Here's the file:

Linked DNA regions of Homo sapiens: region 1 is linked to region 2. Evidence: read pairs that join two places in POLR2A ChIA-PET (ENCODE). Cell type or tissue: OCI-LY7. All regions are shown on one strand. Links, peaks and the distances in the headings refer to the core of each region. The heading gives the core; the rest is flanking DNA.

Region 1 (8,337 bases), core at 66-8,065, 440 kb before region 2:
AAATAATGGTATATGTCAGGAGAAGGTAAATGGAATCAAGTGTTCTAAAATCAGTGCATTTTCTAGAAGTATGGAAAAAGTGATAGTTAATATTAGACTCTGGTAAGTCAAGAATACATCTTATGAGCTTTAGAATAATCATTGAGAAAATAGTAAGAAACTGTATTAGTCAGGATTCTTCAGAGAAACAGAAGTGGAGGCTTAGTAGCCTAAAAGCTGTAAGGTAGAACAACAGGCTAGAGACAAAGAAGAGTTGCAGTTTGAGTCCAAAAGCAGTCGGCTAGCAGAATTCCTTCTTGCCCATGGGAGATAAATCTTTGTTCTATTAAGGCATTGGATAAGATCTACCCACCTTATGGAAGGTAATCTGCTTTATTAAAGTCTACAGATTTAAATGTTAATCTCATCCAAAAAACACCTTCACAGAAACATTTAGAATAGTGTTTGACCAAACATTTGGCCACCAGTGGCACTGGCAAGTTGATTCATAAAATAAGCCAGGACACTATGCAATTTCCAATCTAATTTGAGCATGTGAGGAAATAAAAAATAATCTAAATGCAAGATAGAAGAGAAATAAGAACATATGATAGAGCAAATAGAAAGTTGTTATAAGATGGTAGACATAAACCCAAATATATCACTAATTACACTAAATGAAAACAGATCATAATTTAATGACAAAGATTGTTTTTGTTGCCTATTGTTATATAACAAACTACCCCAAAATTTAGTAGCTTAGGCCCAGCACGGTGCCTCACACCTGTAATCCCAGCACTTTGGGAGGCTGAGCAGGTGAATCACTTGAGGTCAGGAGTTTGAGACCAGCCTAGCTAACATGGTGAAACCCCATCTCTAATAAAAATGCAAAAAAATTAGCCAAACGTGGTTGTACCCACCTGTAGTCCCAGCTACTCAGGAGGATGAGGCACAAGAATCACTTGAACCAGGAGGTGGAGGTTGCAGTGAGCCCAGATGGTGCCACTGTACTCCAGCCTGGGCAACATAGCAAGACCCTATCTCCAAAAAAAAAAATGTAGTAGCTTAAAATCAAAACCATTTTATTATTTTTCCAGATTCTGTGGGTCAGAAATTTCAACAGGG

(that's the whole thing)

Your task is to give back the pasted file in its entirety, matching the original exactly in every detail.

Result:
Linked DNA regions of Homo sapiens: region 1 is linked to region 2. Evidence: read pairs that join two places in POLR2A ChIA-PET (ENCODE). Cell type or tissue: OCI-LY7. All regions are shown on one strand. Links, peaks and the distances in the headings refer to the core of each region. The heading gives the core; the rest is flanking DNA.

Region 1 (8,337 bases), core at 66-8,065, 440 kb before region 2:
AAATAATGGTATATGTCAGGAGAAGGTAAATGGAATCAAGTGTTCTAAAATCAGTGCATTTTCTAGAAGTATGGAAAAAGTGATAGTTAATATTAGACTCTGGTAAGTCAAGAATACATCTTATGAGCTTTAGAATAATCATTGAGAAAATAGTAAGAAACTGTATTAGTCAGGATTCTTCAGAGAAACAGAAGTGGAGGCTTAGTAGCCTAAAAGCTGTAAGGTAGAACAACAGGCTAGAGACAAAGAAGAGTTGCAGTTTGAGTCCAAAAGCAGTCGGCTAGCAGAATTCCTTCTTGCCCATGGGAGATAAATCTTTGTTCTATTAAGGCATTGGATAAGATCTACCCACCTTATGGAAGGTAATCTGCTTTATTAAAGTCTACAGATTTAAATGTTAATCTCATCCAAAAAACACCTTCACAGAAACATTTAGAATAGTGTTTGACCAAACATTTGGCCACCAGTGGCACTGGCAAGTTGATTCATAAAATAAGCCAGGACACTATGCAATTTCCAATCTAATTTGAGCATGTGAGGAAATAAAAAATAATCTAAATGCAAGATAGAAGAGAAATAAGAACATATGATAGAGCAAATAGAAAGTTGTTATAAGATGGTAGACATAAACCCAAATATATCACTAATTACACTAAATGAAAACAGATCATAATTTAATGACAAAGATTGTTTTTGTTGCCTATTGTTATATAACAAACTACCCCAAAATTTAGTAGCTTAGGCCCAGCACGGTGCCTCACACCTGTAATCCCAGCACTTTGGGAGGCTGAGCAGGTGAATCACTTGAGGTCAGGAGTTTGAGACCAGCCTAGCTAACATGGTGAAACCCCATCTCTAATAAAAATGCAAAAAAATTAGCCAAACGTGGTTGTACCCACCTGTAGTCCCAGCTACTCAGGAGGATGAGGCACAAGAATCACTTGAACCAGGAGGTGGAGGTTGCAGTGAGCCCAGATGGTGCCACTGTACTCCAGCCTGGGCAACATAGCAAGACCCTATCTCCAAAAAAAAAAATGTAGTAGCTTAAAATCAAAACCATTTTATTATTTTTCCAGATTCTGTGGGTCAGAAATTTCAACAGGG